|Publication number||US4002198 A|
|Application number||US 05/608,626|
|Publication date||Jan 11, 1977|
|Filing date||Aug 28, 1975|
|Priority date||Sep 5, 1974|
|Also published as||CA1065583A, CA1065583A1, DE2442420A1, DE2442420B2, DE2442420C3|
|Publication number||05608626, 608626, US 4002198 A, US 4002198A, US-A-4002198, US4002198 A, US4002198A|
|Inventors||Joachim Wagner, Harry Kassat|
|Original Assignee||Basf Aktiengesellschaft|
|Export Citation||BiBTeX, EndNote, RefMan|
|Patent Citations (6), Referenced by (25), Classifications (24)|
|External Links: USPTO, USPTO Assignment, Espacenet|
The invention relates to a desublimator for isolating sublimation products, especially phthalic anhydride, from reaction gases, which consists of a housing with connections to permit the passage of the reaction gas and the discharge of the molten sublimation product, and of several rows, fitted one above the other, approximately horizontally, within the housing, of identical finned tube bundles, supported so that they can move independently of one another when undergoing heat expansion or contraction, the bundles being intended alternately to be subjected, from the inside, to a heating medium and a coolant. The reaction gas travels, within the housing, transversely to the direction of flow of the heating medium and coolant in the tubes, and the finned tube bundles, arranged parallel, above one another and optionally also alongside one another, consist of at least two rows of tubes, arranged above one another, which are connected to one another, at one end, by tube bends, to form a hairpin tube. At the opposite end, the rows of tubes are connected to a collecting and distributor chamber for the heating medium or coolant, and the transverse fins mounted on the core tubes are staggered laterally in rows, in opposite directions, within each tube bundle.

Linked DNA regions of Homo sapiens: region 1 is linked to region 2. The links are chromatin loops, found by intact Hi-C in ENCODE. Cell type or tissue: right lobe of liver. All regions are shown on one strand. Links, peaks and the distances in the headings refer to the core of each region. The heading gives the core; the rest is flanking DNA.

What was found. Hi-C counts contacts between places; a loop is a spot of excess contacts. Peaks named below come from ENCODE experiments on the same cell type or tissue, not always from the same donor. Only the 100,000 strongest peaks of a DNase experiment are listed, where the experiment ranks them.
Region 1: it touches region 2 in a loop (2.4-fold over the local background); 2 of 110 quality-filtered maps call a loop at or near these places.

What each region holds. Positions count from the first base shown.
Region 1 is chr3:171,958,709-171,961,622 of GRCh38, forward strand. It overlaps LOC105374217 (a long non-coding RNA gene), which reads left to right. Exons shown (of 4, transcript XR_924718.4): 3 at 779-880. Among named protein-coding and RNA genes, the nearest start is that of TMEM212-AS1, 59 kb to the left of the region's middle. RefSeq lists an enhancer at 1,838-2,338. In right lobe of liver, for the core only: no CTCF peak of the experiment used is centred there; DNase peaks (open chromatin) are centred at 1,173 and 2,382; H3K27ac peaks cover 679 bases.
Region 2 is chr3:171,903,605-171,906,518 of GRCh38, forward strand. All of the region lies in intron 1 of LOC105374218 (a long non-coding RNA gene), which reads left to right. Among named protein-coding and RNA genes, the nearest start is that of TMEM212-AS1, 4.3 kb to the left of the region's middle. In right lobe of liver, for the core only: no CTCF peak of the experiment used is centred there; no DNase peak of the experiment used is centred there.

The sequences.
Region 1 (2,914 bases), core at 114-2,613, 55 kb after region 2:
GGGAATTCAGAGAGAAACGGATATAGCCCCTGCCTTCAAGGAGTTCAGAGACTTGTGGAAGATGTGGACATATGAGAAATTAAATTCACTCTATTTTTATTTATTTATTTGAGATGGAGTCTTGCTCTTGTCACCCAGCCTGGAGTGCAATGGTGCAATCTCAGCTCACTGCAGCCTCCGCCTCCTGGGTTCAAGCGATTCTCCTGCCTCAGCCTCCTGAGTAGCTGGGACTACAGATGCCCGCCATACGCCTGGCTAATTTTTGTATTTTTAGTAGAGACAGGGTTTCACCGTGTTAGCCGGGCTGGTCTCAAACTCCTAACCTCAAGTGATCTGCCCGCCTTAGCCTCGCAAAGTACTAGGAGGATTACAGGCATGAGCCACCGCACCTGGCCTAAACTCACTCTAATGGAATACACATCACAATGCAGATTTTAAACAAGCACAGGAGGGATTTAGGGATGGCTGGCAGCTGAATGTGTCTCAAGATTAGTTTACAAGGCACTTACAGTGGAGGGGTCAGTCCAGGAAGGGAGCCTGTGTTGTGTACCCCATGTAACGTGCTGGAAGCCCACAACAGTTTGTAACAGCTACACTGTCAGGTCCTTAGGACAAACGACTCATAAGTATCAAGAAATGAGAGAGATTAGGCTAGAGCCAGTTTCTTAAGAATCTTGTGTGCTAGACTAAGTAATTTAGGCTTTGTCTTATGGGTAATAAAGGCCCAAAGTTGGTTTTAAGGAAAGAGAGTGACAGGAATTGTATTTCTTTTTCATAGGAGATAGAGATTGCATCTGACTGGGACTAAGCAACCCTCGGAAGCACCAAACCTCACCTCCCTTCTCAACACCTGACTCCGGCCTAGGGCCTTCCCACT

A variety of embodiments of desublimators of such construction have been disclosed (British Pat. No. 751,352, French Pat. No. 1,136,737 and German Printed Application No. 1,072,965). Mounting the individual finned tube bundles within the housing so that they can move independently of one another when undergoing heat expansion have also been disclosed in our U.S. Pat. No. 3,905,430.
In these desublimators, heat exchange takes place at the finned outer surfaces of the finned tube bundles. During the cooling process the coolant, preferably cold oil, is pumped through the tubes whilst the reaction gases flow externally around the transverse fins of the tubes. Depending on the degree of saturation of phthalic anhydride in the reaction gas, the product precipitates as a solid and settles on the finned outer surfaces. After it has separated out, the heating medium, preferably hot oil, is passed through the finned tube bundles so that the product melts off the finned outer surfaces and is collected, at the bottom end of the housing, in a suitably heated collecting trough from where it is discharged.
In order to achieve the maximum efficiency during the cooling process for separating the solid product, it is essential that the finned surfaces should be so distributed within the housing that the reaction gas, on flowing through the housing, does not find any linear flow paths, i.e. channels, in which heat exchange can only occur to an unsatisfactory degree, if at all.